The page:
Favorite Reads of 2022: Game Changers

Game changing may sound dramatic but I do believe the written word has the power to change lives. In this case, my life. This is by far the hardest list for me to compile, but these books without a doubt caused me to pause and question my why. These books challenged my way of thinking, inspired me to take action, or are helping me build a life in alignment with my core why.

In no particular order, here we go:

RISE: My Story by Lindsey Vonn

Here’s the thing – Lindsey Vonn is my hero. She inspires me and this book in-particular provides the story behind the headlines about how she became the greatest athlete of all time. Not the greatest female athlete or the greatest skier but in my opinion, the greatest athlete of all time. Period. She literally defines badass woman – but is willing to talk about some of her insecurities about body image, mental health and the pressure to succeed.

In other words, even the person I admire most puts on her pants one leg at a time like the rest of us. I respect her even more for her willingness to be vulnerable. I know Vonn has retired but I continue to watch her story unfold as she pursues the next chapter in her life.

Bittersweet: How sorrow and longing can make us whole by Susan Cain

Earlier this year, I wrote an entire post about how this book fell into my lap at the exact right moment. There’s so much wisdom packed in this book to explain why perhaps upcoming Christmas commercials may make you break out into tears and have others looking at you like a three-eyed monster. More importantly, similar to her book Quiet, it normalizes those of us who are perhaps a bit more feeling or melancholy than the Pollyana culture we’ve been spoon fed since birth.

This simple quiz is a great place to catch a glimpse of how this book will transform your understanding of your natural state of being.

The Power of Regret: How Looking Backward Moves Us Forward by Daniel Pink

The title of this book pretty much sums up why this book made my list. I’m a daydreamer by default. Often times, those daydreams lead me to reflecting on my past. As much as I’d love to say I’m one of those YOLO gals who runs around saying No Regrets, I am not. I’m a strong believer that hindsight, if used correctly, can be a lens into my future.

This book helped me understand how to channel my reflecting on the past in a more healthy, productive way. This isn’t about ruminating on the past or living in it, but rather learning from it. It seems obvious but there is definitely an increased pressure in culture to proclaim everything happens for a reason (an actual title of one of my favorite 2022 books) and that we should embrace this shit like it is rainbows because it is part of some grand master plan. Perhaps, but Daniel Pink makes a great point when he says when we understand what we regret, we understand what we value most. A great reversed engineering way to understand our why.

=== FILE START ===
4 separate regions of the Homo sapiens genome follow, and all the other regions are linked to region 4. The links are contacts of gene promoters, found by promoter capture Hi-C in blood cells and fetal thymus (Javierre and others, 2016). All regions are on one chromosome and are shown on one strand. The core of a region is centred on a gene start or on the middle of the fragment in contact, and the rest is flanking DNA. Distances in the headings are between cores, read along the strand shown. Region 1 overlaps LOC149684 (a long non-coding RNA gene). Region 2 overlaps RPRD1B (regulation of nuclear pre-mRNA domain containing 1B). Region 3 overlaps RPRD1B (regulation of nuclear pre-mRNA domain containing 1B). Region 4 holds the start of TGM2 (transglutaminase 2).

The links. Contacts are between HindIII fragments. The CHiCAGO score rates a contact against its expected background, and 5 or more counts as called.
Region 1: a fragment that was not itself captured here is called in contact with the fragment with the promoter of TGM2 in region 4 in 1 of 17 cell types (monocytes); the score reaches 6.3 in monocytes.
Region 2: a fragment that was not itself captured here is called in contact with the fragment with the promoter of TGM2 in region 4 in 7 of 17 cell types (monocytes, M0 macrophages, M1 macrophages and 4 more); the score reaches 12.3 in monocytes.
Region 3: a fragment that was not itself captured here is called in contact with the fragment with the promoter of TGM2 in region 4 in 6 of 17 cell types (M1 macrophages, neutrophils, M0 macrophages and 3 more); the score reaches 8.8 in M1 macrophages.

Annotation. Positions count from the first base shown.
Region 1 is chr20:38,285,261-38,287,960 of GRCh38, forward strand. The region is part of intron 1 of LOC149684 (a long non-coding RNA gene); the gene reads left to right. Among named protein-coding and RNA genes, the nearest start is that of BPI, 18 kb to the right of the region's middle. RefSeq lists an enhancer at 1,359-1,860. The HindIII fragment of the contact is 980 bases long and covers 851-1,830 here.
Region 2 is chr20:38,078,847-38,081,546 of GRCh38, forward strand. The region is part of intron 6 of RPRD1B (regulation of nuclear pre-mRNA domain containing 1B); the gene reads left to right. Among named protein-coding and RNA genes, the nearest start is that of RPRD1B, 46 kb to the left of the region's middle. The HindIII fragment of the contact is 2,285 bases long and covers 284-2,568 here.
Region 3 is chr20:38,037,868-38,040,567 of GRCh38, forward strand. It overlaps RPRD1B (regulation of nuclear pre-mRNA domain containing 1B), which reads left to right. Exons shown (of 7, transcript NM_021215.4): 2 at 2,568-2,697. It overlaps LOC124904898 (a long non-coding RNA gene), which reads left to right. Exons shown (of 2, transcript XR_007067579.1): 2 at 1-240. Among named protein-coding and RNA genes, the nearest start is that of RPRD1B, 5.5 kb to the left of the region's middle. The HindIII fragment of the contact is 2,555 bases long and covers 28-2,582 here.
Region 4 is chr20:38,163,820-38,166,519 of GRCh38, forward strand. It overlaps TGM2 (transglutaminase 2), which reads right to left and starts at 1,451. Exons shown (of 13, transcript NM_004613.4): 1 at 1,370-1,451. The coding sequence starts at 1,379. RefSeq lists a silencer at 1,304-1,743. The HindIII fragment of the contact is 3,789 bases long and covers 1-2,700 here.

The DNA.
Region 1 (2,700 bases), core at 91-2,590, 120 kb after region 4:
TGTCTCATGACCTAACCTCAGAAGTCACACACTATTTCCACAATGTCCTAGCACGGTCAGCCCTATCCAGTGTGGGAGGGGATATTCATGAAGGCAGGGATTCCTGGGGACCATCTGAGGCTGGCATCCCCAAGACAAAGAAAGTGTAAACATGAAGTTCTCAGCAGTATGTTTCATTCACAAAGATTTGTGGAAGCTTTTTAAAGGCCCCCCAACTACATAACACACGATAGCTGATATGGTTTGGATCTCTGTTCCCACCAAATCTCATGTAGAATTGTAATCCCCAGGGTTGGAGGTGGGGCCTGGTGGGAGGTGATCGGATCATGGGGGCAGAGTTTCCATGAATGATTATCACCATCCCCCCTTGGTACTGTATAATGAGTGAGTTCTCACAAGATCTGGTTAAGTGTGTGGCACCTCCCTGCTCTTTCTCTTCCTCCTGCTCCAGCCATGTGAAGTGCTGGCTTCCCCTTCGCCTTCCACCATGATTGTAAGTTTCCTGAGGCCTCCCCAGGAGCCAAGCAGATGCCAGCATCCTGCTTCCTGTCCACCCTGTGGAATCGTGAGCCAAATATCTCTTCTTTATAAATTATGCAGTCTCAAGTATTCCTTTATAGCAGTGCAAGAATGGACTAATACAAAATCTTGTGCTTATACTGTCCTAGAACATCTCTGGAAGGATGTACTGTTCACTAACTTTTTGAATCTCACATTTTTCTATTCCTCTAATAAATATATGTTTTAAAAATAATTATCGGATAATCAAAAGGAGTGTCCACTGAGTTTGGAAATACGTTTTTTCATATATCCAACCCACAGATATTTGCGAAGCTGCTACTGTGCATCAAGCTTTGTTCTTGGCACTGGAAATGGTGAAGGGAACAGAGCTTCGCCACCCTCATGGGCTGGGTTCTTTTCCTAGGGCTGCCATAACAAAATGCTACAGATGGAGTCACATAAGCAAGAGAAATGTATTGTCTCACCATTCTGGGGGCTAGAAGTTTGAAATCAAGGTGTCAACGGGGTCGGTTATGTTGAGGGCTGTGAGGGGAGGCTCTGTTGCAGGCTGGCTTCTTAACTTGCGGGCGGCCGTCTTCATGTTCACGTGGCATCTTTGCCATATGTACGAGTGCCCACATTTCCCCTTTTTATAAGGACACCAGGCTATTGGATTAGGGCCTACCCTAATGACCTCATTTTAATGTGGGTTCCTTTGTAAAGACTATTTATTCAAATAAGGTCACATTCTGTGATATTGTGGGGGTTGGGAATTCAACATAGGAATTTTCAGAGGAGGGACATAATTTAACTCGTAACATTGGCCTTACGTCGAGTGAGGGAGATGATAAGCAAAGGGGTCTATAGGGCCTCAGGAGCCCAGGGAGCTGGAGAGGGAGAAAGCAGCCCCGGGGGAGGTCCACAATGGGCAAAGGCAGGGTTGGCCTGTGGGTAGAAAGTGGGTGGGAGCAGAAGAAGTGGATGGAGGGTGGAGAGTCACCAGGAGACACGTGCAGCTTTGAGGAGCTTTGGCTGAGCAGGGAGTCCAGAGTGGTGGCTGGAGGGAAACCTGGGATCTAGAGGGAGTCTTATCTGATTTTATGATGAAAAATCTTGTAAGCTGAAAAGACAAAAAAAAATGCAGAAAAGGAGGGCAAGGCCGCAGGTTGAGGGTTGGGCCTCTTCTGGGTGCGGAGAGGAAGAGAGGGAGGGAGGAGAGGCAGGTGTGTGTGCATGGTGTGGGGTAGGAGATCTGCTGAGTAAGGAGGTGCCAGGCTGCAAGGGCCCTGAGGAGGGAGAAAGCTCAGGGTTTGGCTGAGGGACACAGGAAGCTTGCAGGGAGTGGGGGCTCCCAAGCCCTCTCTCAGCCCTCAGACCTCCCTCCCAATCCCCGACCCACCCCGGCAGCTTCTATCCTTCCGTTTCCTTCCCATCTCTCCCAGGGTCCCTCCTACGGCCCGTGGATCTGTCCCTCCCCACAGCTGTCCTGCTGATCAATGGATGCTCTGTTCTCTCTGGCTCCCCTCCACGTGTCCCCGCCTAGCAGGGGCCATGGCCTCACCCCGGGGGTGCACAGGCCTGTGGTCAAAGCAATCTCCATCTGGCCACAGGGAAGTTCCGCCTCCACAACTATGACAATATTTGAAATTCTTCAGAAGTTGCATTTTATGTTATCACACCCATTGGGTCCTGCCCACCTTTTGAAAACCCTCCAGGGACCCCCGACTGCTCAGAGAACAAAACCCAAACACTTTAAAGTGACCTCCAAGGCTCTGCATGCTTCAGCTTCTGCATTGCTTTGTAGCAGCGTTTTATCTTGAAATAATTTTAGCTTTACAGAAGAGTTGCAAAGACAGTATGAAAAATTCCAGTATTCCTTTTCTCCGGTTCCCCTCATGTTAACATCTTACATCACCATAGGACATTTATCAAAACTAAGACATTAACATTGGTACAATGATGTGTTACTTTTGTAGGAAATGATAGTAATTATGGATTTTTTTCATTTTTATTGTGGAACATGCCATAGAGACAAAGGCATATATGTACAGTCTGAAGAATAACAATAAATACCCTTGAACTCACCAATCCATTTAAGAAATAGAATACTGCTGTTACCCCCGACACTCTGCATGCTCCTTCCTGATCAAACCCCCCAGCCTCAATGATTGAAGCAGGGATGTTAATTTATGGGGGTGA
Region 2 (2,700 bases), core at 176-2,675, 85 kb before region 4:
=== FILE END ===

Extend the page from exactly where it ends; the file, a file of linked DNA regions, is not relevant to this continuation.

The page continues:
The Gap and the Gain by Dan Sullivan with Dr. Benjamin Hardy

This book claims to be a guide to happiness, confidence, and success. That proclamation was almost enough to make me put it down. It is also written for entrepreneurs, which follows that narrative of most business books. This one was extremely easy to apply to my life, though.

The concept is super simple. Gap means you measure your progress against your ideal. Gain means you measure your progress from where you started. For example, let’s say I set a goal of losing 100 pounds in 6-months. After 3-months, I’ve lost 50 pounds. A gap mindset would have me saying, I cannot believe I still have 50 pounds to lose in just 3-months. A gain mindset would say, I cannot believe I lost 50 pounds in just 3-months and have 50 pounds to go. Factually, those statements are the exact same. From a mindset standpoint, one celebrates our past which helps motivate our future, while the other one just shames us into believing we’re never enough. This is a quick read with lots of journal prompts and an opportunity to pause and think about how you judge your performance and those around you.

Everything Happens for A Reason: And Other Lies I’ve Loved AND No Cure for Being Human: And Other Truths I Need to Hear by Kate Bowler

I started this list with an autobiography from a long-time hero. I’m ending with two books by a new found hero that is challenging people to quit saying as her title to eloquently says, everything happens for a reason. That in fact, sometimes shit happens. In her case, she was living a charmed life as a new mother and divinity professor at Duke University when she suddenly learned she had Stage 4 Cancer. These two books talk not only about her experience as a Cancer patient but also provide insight on our can-do, positivity culture where you can hope your way out of death and if not, there’s somehow something wrong with you. Bowler is often times hilarious, honest and speaking the hard truths we sometimes don’t want to acknowledge – that life can in fact be hard as hell and still beautiful albeit messy.

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Next up, my favorite book of 2022.

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